Tag Archives: #moms

My Mother’s Party

22 Apr

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I was born in the middle of a winter storm.

I look at pictures of my mother, pregnant with me, holding me, standing with me then, now, throughout the years, and always she smiles. Most times, when you take a picture of someone, you tell them to smile. You say “cheese.” You pose. You capture a tiny choreographed moment in a lifetime that is hopefully a good memory.

I look at these pictures of my mother. Someone may have told her to pose. Someone may have said smile. Someone might have said “say cheese.”

My mother did not need any of this sort of prompting. These pictures of my mother are real.

I look at my mother from the point of view of a child, a teenager, an adult, as a mother of children myself, then, now, throughout the years. And always, she smiles. Her moments are not choreographed. She is a person who sees and does and is the best. And she smiles. Always.

I know very well what it is like to be a mother. I know what it is to lose your patience and your temper and at times, your heart. I do not know this from watching my own mother. She never displayed it though it is hard to imagine my brother and I did not, at times, compel her to feel it. I also know what it is to fiercely love your children, to know a boundless, intense adoration. This, I learned from my mother.

You may all know what it is like to have my mother as a friend, an aunt, a cousin. Can you just imagine what it is like to be her daughter. It is a gift beyond measure.

In the middle of that storm I was born in, I imagine my mother smiled. I imagine she still saw the sun beyond the snowy sky, just waiting to shine. I imagine she took it all with the same grain of sand she manages to take all the storms she has weathered in her life.

She tells me how it was a cold winter and she used to swaddle me in so many layers she could not see my face, just so she could take me for a walk outside. This is the perfect analogy for how my mother lives her life. She layers herself and those she loves with enough protection and she goes outside for a walk. She does not let a little cold or a snowstorm stop her. She goes outside.

Almost 15 years ago I gave birth to my beautiful son, Charlie. I think it was the happiest day of my mother’s life. And, only one year later, she retired from her full time teaching position to be a full time grandma, a role she has taken on with joy and dedication. My mother traveled into the city every Wednesday night, at a minimum, to see her beloved Charlie, who was just a baby. But he knew. He knew her. He knew her presence. And he loved her.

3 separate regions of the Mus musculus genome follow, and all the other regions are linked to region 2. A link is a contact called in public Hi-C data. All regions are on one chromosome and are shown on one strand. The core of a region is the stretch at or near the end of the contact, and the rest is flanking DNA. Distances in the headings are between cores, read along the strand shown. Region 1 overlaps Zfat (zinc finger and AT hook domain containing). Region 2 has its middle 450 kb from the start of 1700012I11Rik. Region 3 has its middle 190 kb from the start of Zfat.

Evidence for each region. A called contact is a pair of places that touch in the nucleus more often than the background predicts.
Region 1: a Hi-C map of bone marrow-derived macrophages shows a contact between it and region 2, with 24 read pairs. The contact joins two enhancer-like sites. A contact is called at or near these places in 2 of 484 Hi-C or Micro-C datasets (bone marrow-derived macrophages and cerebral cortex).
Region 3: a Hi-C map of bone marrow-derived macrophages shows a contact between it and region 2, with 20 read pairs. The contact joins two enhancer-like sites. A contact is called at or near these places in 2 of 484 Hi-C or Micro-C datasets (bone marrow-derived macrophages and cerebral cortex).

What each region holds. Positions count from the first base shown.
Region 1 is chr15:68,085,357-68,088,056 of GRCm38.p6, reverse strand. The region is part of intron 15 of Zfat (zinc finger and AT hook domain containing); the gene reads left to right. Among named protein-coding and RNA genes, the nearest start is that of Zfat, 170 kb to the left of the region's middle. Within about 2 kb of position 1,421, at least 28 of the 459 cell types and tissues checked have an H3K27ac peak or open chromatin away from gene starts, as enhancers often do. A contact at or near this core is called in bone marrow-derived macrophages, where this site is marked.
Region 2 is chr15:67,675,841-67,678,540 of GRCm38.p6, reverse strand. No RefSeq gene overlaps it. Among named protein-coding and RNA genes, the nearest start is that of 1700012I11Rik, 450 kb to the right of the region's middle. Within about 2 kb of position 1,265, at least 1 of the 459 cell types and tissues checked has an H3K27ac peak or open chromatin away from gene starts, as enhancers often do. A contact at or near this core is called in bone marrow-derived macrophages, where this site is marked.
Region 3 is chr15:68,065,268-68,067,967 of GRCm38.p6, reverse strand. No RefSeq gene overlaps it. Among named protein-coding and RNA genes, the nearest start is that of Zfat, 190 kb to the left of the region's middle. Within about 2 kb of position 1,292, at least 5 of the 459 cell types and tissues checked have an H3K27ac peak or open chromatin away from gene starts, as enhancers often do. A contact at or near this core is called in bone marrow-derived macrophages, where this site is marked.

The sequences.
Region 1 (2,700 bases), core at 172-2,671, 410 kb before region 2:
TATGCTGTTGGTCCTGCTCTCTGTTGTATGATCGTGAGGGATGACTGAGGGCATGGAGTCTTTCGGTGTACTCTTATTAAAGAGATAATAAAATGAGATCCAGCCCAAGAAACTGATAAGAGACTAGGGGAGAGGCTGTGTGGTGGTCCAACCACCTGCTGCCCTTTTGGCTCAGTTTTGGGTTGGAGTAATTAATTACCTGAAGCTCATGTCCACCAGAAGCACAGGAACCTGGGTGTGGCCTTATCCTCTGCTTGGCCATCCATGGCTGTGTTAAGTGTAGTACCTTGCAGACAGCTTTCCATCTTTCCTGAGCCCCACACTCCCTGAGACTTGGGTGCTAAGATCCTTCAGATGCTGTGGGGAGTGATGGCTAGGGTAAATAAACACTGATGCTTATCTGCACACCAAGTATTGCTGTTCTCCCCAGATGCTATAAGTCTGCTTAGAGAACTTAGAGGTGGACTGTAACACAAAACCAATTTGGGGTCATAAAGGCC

And three years later, she completed her grandson trifecta with my boys, Ben and Eli. I don’t know if my sons realize how good they have it. How fortunate they are to not only live around the corner from my mother but also to live inside her heart.

She turns every day, every moment spent with them, into an adventure. She does not ever babysit. She babyacts. She finds books, movies, travels, parks, attractions, shows, and events which will spark the varying interests of each different boy and she gleefully spends her retirement money and time on making their very dreams come true. She is incredible.

My mother is a living, beating heart, that pumps love and life through all of us. She is the sunshine that warms us. She is the clear sky we all look to. She is love.

I am so very happy to see my mother to 70. I am so blessed and lucky to see her age, to have her here, to see her with my children, to spend time with me. Each line in her face was earned by years of these smiles, these natural postures, these moments of genuine love and bliss.

Mom, It is, by all accounts, a joy and an honor to be your daughter, to receive your love day in and day out, to be by your side.

Happy birthday, Mom.

I love you then, now, throughout the years, always.

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Shared Moments

8 Nov

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A few days ago, I wrote a post about a moment I was lucky enough to share with my son.

It was moving and special and wrought with emotion. It was also ours.

That post, for whatever reason, did not save. And perhaps that is because some things are meant to be kept as gifts just for ourselves.

Happy Birthday to the Boy That Made Me a Mom!

19 May

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I was pregnant forever.

My son had no interest in leaving his comfy womb. And now that I know him, it does not surprise me at all. He may have had a laptop in there with Netflix streaming, or it may have been that he had a test he did not want to study for, or he just may have been enjoying another lazy morning. Regardless, he wasn’t leaving and he was already 10 days late. Apropos.